An Auckland man who lost his close friend in the Christchurch terror attacks says he's saddened by the incident but feels it has made the community stronger.
Irfan Qadiri travelled from Auckland to Hagley Park, where thousands gathered today to show their support for Muslims and where Muslims congregated for the Khutbat al-Jumu`ah and prayers.
He said the incident, which claimed 50 lives a week ago, would not tear the community apart.
"They have made us more stronger. I feel like after this incident they have made us more stronger. They wanted to break us but we will unite. We'll show you and unite and become more strong after what you have done."
His close friend, Muhammad Zeshan Raza, along with Mr Raza's parents, Ghulam Hussain and Karam Bibi, died in Friday's mosque attacks.
Mr Qadiri said he was not expecting his friend to be in Christchurch and choked up as he recalled how nice he was.
"He was in Auckland for a lot of years and very close friend of mine. I heard he was here for a few months, then he called his parents back from Pakistan just for a visit. All three were in this mosque and all three are dead," he said.
"I'm so saddened about him because he was charming ... very nice person. Just few months back he called me up and told me 'I'm taking my parents to Umrah, and that was my wish, that was my whole life's wish'."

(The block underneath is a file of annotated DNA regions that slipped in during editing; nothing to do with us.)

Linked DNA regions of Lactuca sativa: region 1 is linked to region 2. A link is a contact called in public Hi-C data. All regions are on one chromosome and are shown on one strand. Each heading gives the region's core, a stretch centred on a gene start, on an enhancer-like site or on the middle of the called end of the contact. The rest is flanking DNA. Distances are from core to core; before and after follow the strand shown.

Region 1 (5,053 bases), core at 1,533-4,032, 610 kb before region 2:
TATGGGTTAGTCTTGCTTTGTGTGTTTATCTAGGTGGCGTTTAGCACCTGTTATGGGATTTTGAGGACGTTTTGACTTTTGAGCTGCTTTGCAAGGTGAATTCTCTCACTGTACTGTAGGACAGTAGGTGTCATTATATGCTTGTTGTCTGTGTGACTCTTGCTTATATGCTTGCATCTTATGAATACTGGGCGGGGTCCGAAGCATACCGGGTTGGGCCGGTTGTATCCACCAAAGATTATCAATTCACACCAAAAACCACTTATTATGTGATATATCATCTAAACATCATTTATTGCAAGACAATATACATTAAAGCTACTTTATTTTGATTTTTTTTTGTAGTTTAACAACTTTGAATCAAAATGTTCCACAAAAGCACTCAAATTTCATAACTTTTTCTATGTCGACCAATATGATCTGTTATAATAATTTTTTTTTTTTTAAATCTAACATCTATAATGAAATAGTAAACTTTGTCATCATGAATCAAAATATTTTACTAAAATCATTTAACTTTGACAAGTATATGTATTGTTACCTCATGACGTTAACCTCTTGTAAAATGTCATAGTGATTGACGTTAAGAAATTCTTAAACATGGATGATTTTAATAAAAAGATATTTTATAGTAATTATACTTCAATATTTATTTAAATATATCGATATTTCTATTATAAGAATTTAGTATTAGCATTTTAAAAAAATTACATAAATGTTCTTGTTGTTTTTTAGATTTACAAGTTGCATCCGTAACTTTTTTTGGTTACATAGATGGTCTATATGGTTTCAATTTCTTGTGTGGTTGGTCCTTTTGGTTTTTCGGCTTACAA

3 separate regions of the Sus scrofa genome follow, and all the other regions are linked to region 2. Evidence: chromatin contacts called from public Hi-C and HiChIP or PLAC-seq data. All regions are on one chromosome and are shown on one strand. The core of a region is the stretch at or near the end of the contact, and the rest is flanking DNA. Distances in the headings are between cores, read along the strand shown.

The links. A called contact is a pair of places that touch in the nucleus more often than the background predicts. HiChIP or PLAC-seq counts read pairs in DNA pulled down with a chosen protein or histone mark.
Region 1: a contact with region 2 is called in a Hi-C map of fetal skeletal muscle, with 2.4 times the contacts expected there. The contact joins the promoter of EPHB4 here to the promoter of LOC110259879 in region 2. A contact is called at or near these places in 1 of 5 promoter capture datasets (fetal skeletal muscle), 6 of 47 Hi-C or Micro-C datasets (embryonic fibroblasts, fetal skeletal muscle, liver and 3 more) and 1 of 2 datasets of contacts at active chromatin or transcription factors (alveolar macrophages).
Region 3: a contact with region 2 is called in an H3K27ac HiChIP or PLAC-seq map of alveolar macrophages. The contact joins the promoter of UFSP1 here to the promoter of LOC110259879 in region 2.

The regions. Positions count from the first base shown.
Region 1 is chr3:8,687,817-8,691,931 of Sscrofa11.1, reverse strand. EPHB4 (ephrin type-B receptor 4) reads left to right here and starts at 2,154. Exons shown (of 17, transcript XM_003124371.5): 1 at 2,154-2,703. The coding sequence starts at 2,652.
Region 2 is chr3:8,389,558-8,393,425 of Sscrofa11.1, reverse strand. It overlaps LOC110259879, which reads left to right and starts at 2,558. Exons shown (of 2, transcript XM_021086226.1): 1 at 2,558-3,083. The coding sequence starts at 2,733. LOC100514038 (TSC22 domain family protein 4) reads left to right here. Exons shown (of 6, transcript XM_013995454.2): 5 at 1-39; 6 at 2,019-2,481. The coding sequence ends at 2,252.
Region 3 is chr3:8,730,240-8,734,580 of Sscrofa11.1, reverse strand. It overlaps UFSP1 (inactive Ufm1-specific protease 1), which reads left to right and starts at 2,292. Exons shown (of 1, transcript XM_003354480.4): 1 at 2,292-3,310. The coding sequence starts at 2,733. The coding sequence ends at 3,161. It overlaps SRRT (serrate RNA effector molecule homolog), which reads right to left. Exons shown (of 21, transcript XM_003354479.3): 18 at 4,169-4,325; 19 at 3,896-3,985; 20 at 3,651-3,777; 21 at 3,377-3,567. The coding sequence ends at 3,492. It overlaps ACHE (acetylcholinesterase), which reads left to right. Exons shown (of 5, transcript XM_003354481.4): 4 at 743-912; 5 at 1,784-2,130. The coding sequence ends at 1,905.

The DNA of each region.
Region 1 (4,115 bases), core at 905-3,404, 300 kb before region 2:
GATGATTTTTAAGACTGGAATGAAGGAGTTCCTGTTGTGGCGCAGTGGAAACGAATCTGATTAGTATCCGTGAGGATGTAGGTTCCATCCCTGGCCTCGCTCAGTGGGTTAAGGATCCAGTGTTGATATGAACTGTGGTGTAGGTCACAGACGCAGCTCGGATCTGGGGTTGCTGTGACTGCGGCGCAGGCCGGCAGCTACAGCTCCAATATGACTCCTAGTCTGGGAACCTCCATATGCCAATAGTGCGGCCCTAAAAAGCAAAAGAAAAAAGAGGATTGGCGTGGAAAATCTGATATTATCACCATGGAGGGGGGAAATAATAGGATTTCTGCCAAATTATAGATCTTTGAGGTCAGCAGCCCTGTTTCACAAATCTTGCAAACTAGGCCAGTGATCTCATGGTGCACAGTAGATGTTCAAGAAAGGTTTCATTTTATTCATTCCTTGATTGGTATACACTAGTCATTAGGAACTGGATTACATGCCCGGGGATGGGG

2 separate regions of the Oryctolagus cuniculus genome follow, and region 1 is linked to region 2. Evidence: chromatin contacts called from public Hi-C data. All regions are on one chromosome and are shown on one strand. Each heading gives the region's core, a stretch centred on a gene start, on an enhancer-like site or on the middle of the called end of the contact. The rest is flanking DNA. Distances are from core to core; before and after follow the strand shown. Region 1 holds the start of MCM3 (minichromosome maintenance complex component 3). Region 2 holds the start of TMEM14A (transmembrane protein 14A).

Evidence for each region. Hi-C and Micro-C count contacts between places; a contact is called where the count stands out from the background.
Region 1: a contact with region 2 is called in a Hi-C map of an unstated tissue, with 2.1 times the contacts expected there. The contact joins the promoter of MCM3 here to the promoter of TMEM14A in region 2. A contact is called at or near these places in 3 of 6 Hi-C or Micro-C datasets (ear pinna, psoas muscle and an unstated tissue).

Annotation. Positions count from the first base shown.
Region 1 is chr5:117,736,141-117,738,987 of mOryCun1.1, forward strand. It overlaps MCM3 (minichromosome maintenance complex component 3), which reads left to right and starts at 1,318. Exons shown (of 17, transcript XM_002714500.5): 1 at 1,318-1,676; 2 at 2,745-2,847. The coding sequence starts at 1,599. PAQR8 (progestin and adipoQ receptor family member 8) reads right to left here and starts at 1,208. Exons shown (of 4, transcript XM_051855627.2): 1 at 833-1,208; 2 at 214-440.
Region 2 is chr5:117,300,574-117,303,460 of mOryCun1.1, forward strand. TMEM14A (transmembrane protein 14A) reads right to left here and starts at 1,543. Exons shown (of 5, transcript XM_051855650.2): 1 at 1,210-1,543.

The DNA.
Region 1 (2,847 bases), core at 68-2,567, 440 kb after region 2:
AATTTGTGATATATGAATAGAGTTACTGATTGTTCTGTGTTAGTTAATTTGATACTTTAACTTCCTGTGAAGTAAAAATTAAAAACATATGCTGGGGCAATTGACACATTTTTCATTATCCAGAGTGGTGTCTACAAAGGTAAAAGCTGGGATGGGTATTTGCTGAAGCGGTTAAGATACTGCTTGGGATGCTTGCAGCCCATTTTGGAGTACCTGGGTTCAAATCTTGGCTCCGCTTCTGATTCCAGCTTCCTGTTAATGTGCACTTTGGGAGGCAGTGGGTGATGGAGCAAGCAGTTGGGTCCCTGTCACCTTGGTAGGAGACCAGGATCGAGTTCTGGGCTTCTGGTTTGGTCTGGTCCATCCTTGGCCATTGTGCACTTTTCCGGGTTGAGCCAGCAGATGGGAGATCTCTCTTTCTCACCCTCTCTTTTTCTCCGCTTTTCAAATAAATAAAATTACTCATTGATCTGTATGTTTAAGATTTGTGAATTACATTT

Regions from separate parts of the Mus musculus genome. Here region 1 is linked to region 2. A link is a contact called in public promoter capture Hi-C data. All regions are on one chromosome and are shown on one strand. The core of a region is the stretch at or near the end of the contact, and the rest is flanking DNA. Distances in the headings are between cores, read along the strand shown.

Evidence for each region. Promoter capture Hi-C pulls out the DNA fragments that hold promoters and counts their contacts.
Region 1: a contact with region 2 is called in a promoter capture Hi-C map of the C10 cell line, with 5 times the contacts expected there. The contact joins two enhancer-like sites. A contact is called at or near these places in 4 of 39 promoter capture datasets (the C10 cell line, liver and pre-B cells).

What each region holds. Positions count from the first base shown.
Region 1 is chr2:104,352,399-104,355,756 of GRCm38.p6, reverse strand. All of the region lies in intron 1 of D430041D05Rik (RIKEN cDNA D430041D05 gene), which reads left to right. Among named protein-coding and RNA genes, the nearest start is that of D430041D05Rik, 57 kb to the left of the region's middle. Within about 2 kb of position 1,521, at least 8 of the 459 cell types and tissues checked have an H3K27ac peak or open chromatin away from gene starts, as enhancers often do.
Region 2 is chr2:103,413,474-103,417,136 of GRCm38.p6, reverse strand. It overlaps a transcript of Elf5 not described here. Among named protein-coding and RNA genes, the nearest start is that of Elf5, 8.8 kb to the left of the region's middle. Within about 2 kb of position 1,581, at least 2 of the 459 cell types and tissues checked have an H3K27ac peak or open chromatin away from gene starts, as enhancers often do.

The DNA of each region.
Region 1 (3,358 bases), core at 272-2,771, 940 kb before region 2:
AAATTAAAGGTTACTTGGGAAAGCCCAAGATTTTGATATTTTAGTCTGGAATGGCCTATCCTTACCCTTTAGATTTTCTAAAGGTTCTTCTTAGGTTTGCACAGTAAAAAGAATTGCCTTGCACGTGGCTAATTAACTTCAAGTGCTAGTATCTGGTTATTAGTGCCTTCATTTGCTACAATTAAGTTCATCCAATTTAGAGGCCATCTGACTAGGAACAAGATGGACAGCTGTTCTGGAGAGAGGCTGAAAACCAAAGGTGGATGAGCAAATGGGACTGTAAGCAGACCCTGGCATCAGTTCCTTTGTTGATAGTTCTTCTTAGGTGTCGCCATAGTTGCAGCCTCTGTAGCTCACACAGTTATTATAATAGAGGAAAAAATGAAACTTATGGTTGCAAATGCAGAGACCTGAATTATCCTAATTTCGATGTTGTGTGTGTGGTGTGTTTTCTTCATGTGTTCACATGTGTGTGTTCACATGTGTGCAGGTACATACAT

He is survived by one sister in Pakistan.
He said the forgiveness that families of victims shared was one of the teachings in Islam.
"That's what my prophet has taught me, my prophet has always taught me to forgive people, to love people and that's how Islam is spread."
He said he would like to see New Zealand's outpour of support and love for Muslims replicated across the world.
"We are so saddened by this incident and it's not just Muslims, you can see a lot of Kiwis standing over here. It's not about Muslims, it's about New Zealanders' lives. They have come here to show their support for this event," he said.
"When we were looking after our mosque, we were really overwhelmed [by the support]. This is what we'd like to see all over the world you know, there's Islamophobia going on right now."
While extremists do exist all over the world, he said Islam stood against those ideologies, adding that it was an important message to tell people at this time.
"Our message 'Islam means peace, Muslim means peace'.
"They [radical muslims] are not us. This is what we have to show the world, they are not us, we are not them."